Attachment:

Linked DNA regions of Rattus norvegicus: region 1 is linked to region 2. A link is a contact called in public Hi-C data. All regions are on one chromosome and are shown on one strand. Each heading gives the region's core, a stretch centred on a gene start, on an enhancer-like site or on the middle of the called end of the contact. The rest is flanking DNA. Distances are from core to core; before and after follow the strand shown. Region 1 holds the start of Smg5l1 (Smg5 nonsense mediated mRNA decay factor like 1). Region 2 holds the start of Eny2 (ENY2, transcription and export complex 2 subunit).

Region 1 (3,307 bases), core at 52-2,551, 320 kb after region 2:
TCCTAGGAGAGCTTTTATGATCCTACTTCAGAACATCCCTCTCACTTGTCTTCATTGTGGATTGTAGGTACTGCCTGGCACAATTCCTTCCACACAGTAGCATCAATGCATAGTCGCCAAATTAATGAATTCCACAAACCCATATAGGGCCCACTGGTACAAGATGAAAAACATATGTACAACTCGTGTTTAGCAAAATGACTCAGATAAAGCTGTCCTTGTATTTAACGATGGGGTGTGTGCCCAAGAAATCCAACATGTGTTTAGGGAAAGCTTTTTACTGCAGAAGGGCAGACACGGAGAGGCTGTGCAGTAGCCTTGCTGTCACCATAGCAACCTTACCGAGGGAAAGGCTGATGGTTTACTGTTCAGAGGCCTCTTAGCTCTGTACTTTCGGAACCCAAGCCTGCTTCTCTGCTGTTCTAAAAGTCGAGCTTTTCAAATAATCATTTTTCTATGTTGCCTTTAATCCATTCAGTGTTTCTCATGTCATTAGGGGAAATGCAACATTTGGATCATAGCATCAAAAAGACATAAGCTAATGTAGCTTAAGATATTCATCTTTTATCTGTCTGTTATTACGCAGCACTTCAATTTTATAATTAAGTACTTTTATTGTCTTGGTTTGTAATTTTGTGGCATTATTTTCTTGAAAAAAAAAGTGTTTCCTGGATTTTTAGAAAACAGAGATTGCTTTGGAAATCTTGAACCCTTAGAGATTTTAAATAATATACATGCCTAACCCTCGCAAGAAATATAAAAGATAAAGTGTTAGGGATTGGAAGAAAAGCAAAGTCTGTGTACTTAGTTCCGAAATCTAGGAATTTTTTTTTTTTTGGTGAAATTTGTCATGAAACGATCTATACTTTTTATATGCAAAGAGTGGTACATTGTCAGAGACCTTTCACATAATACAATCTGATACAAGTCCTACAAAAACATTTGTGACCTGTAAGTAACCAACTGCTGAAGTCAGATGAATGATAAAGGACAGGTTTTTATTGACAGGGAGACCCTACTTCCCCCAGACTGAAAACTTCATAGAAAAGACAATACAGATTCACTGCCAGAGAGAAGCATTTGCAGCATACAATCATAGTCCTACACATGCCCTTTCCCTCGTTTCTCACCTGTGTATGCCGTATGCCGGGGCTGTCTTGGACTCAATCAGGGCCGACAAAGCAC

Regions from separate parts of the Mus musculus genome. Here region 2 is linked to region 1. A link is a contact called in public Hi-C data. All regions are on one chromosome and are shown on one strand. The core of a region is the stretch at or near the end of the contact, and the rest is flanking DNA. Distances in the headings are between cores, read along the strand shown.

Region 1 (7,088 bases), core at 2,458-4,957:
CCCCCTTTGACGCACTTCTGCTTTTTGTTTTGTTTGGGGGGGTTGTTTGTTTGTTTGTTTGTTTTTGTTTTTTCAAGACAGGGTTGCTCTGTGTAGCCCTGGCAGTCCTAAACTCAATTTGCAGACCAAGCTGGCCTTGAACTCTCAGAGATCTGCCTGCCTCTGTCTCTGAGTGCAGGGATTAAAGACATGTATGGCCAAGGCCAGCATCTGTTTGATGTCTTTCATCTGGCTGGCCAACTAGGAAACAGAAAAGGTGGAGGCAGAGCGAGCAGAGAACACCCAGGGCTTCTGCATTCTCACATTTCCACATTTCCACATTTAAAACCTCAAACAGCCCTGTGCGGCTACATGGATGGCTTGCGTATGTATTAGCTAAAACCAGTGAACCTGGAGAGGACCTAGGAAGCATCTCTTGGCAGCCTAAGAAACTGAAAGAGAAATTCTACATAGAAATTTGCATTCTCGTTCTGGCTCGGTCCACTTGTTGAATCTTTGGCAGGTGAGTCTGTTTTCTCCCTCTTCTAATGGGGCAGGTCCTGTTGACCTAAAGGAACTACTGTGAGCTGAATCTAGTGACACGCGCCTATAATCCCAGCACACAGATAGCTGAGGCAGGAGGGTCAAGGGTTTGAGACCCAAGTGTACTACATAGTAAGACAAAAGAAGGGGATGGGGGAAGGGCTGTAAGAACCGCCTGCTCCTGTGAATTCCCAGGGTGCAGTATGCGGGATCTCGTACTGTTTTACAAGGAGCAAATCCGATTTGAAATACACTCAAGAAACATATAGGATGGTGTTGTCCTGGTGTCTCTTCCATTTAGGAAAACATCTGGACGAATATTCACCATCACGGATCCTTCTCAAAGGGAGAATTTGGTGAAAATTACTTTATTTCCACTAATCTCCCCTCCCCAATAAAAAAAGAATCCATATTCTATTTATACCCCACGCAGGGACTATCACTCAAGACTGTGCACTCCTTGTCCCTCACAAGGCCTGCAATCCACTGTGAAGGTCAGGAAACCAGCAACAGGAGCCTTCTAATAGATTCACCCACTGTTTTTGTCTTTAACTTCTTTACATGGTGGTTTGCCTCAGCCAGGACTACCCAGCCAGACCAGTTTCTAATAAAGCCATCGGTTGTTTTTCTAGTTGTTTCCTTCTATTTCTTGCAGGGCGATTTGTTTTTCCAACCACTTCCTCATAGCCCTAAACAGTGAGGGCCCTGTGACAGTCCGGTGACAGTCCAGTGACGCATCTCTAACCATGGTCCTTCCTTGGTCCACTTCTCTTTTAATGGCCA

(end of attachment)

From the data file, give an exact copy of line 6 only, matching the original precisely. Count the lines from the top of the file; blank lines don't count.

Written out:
CCCCCTTTGACGCACTTCTGCTTTTTGTTTTGTTTGGGGGGGTTGTTTGTTTGTTTGTTTGTTTTTGTTTTTTCAAGACAGGGTTGCTCTGTGTAGCCCTGGCAGTCCTAAACTCAATTTGCAGACCAAGCTGGCCTTGAACTCTCAGAGATCTGCCTGCCTCTGTCTCTGAGTGCAGGGATTAAAGACATGTATGGCCAAGGCCAGCATCTGTTTGATGTCTTTCATCTGGCTGGCCAACTAGGAAACAGAAAAGGTGGAGGCAGAGCGAGCAGAGAACACCCAGGGCTTCTGCATTCTCACATTTCCACATTTCCACATTTAAAACCTCAAACAGCCCTGTGCGGCTACATGGATGGCTTGCGTATGTATTAGCTAAAACCAGTGAACCTGGAGAGGACCTAGGAAGCATCTCTTGGCAGCCTAAGAAACTGAAAGAGAAATTCTACATAGAAATTTGCATTCTCGTTCTGGCTCGGTCCACTTGTTGAATCTTTGGCAGGTGAGTCTGTTTTCTCCCTCTTCTAATGGGGCAGGTCCTGTTGACCTAAAGGAACTACTGTGAGCTGAATCTAGTGACACGCGCCTATAATCCCAGCACACAGATAGCTGAGGCAGGAGGGTCAAGGGTTTGAGACCCAAGTGTACTACATAGTAAGACAAAAGAAGGGGATGGGGGAAGGGCTGTAAGAACCGCCTGCTCCTGTGAATTCCCAGGGTGCAGTATGCGGGATCTCGTACTGTTTTACAAGGAGCAAATCCGATTTGAAATACACTCAAGAAACATATAGGATGGTGTTGTCCTGGTGTCTCTTCCATTTAGGAAAACATCTGGACGAATATTCACCATCACGGATCCTTCTCAAAGGGAGAATTTGGTGAAAATTACTTTATTTCCACTAATCTCCCCTCCCCAATAAAAAAAGAATCCATATTCTATTTATACCCCACGCAGGGACTATCACTCAAGACTGTGCACTCCTTGTCCCTCACAAGGCCTGCAATCCACTGTGAAGGTCAGGAAACCAGCAACAGGAGCCTTCTAATAGATTCACCCACTGTTTTTGTCTTTAACTTCTTTACATGGTGGTTTGCCTCAGCCAGGACTACCCAGCCAGACCAGTTTCTAATAAAGCCATCGGTTGTTTTTCTAGTTGTTTCCTTCTATTTCTTGCAGGGCGATTTGTTTTTCCAACCACTTCCTCATAGCCCTAAACAGTGAGGGCCCTGTGACAGTCCGGTGACAGTCCAGTGACGCATCTCTAACCATGGTCCTTCCTTGGTCCACTTCTCTTTTAATGGCCA